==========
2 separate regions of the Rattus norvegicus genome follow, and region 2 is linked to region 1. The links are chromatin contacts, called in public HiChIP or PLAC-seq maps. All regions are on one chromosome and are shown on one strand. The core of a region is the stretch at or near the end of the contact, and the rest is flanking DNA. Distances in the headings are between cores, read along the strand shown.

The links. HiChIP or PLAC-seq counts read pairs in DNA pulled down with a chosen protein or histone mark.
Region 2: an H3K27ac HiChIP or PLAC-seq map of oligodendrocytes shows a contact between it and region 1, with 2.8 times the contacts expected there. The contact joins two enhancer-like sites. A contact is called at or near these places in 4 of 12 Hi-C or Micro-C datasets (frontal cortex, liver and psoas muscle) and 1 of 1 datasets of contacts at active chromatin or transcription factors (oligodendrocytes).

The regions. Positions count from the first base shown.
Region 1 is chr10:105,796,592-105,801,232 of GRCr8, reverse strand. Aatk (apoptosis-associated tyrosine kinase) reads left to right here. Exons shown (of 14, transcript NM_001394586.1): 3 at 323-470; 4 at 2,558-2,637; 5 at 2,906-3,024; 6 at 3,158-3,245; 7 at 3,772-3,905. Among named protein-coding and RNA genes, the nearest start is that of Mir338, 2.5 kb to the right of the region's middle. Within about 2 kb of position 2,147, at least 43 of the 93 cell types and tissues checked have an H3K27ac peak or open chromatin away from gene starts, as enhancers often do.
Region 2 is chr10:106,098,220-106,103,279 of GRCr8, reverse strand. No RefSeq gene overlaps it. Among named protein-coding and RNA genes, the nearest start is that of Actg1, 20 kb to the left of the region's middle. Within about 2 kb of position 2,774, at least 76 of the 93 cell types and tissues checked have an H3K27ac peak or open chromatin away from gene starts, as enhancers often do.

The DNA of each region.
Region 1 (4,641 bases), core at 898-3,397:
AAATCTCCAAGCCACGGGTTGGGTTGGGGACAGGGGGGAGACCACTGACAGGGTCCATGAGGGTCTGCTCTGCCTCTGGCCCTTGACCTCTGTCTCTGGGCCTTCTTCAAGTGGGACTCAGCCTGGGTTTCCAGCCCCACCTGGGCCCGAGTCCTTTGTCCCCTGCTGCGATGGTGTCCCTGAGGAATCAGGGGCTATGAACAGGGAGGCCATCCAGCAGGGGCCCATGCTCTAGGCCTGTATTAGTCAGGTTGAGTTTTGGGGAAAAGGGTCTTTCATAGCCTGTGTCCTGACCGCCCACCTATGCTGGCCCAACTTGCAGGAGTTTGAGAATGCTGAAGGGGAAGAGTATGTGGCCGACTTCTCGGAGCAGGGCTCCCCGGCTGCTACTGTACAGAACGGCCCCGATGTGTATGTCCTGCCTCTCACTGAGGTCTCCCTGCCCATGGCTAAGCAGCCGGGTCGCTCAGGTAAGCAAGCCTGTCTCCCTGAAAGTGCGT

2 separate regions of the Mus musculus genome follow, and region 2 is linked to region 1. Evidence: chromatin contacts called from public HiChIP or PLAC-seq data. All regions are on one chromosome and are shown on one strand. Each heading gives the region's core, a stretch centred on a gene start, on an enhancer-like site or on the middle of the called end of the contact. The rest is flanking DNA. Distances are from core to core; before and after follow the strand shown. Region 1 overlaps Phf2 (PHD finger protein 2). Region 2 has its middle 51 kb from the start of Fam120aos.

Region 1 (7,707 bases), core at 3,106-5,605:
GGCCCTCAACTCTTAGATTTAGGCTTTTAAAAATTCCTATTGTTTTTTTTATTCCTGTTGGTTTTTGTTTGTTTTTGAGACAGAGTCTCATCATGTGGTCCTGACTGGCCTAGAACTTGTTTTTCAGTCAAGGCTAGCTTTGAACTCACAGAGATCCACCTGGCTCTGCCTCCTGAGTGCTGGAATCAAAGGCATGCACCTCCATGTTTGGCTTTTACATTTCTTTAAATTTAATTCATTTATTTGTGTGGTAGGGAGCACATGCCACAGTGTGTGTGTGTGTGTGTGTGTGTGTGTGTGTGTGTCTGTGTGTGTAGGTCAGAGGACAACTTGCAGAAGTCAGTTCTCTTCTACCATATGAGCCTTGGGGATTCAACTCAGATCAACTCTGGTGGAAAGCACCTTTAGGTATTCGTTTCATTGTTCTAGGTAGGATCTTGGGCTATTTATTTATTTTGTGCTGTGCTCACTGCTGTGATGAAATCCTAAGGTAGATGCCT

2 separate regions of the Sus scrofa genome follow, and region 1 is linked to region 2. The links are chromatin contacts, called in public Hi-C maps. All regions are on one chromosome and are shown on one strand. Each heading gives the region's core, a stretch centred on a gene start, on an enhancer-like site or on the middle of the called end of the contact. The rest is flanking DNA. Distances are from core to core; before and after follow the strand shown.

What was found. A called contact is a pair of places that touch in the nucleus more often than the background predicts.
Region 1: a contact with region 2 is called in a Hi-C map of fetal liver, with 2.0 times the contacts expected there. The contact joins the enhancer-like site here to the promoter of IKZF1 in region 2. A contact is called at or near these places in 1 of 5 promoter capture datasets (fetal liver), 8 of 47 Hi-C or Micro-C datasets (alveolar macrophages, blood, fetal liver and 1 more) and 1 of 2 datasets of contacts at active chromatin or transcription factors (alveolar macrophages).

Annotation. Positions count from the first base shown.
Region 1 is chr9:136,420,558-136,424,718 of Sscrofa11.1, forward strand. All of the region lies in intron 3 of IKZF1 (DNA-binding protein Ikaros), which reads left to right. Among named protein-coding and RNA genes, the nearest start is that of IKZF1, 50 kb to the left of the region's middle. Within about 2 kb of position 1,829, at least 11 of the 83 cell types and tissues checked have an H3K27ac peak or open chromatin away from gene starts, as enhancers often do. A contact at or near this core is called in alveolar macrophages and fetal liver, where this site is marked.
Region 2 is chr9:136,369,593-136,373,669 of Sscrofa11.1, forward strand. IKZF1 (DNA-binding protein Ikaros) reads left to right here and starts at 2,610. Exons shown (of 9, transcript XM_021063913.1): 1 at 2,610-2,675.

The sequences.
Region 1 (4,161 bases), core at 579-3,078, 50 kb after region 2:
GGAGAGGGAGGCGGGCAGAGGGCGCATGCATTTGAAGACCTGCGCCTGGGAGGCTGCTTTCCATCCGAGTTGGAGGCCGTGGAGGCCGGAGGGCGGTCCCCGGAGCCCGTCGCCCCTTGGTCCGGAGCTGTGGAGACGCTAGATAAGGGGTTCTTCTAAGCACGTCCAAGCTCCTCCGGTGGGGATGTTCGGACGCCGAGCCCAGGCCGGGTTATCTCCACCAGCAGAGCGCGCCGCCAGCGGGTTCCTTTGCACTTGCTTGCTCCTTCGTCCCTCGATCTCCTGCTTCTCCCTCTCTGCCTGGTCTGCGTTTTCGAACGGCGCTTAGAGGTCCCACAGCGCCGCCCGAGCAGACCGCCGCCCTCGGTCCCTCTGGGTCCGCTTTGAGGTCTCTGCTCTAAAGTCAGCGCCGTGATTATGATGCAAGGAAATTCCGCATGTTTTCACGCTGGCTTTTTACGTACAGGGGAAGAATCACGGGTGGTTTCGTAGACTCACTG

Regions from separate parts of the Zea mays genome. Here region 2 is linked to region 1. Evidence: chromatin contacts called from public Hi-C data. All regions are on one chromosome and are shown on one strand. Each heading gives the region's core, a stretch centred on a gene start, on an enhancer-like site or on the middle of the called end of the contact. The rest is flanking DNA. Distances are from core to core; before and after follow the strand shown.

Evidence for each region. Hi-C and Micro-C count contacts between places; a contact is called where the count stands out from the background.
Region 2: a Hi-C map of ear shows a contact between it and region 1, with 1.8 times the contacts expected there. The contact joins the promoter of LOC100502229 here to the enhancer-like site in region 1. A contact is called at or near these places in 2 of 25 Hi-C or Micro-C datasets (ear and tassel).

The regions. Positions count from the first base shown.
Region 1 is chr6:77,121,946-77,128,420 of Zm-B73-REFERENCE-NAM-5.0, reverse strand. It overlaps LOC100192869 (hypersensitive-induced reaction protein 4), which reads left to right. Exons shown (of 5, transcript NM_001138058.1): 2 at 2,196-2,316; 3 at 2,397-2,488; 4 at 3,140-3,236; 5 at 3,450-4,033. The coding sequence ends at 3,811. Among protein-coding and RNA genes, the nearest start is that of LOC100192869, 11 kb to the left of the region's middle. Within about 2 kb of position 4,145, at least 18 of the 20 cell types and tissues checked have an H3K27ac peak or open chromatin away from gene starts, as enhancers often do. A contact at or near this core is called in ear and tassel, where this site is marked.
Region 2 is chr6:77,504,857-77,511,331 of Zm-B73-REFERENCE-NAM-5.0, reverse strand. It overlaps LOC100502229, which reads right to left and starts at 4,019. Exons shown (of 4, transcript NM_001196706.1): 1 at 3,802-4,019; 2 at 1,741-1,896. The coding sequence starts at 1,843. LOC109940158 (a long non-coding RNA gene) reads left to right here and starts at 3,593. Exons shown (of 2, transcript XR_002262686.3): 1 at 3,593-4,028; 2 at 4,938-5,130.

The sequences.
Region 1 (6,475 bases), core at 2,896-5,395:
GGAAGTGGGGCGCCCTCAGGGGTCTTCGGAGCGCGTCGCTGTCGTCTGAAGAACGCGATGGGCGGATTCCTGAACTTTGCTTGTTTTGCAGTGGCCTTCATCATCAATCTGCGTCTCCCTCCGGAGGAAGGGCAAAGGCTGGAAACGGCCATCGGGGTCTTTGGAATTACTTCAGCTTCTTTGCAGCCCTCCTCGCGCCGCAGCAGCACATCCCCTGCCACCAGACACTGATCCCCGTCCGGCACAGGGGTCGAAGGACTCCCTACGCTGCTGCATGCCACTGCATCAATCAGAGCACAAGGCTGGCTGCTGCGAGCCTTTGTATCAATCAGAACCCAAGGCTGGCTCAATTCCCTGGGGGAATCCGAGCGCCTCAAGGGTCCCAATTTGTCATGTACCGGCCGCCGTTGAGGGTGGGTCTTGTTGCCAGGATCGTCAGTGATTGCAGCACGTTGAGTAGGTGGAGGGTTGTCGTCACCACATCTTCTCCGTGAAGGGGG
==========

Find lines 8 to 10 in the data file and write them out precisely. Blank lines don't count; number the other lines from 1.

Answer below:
Region 1 (4,641 bases), core at 898-3,397:
AAATCTCCAAGCCACGGGTTGGGTTGGGGACAGGGGGGAGACCACTGACAGGGTCCATGAGGGTCTGCTCTGCCTCTGGCCCTTGACCTCTGTCTCTGGGCCTTCTTCAAGTGGGACTCAGCCTGGGTTTCCAGCCCCACCTGGGCCCGAGTCCTTTGTCCCCTGCTGCGATGGTGTCCCTGAGGAATCAGGGGCTATGAACAGGGAGGCCATCCAGCAGGGGCCCATGCTCTAGGCCTGTATTAGTCAGGTTGAGTTTTGGGGAAAAGGGTCTTTCATAGCCTGTGTCCTGACCGCCCACCTATGCTGGCCCAACTTGCAGGAGTTTGAGAATGCTGAAGGGGAAGAGTATGTGGCCGACTTCTCGGAGCAGGGCTCCCCGGCTGCTACTGTACAGAACGGCCCCGATGTGTATGTCCTGCCTCTCACTGAGGTCTCCCTGCCCATGGCTAAGCAGCCGGGTCGCTCAGGTAAGCAAGCCTGTCTCCCTGAAAGTGCGT

2 separate regions of the Mus musculus genome follow, and region 2 is linked to region 1. Evidence: chromatin contacts called from public HiChIP or PLAC-seq data. All regions are on one chromosome and are shown on one strand. Each heading gives the region's core, a stretch centred on a gene start, on an enhancer-like site or on the middle of the called end of the contact. The rest is flanking DNA. Distances are from core to core; before and after follow the strand shown. Region 1 overlaps Phf2 (PHD finger protein 2). Region 2 has its middle 51 kb from the start of Fam120aos.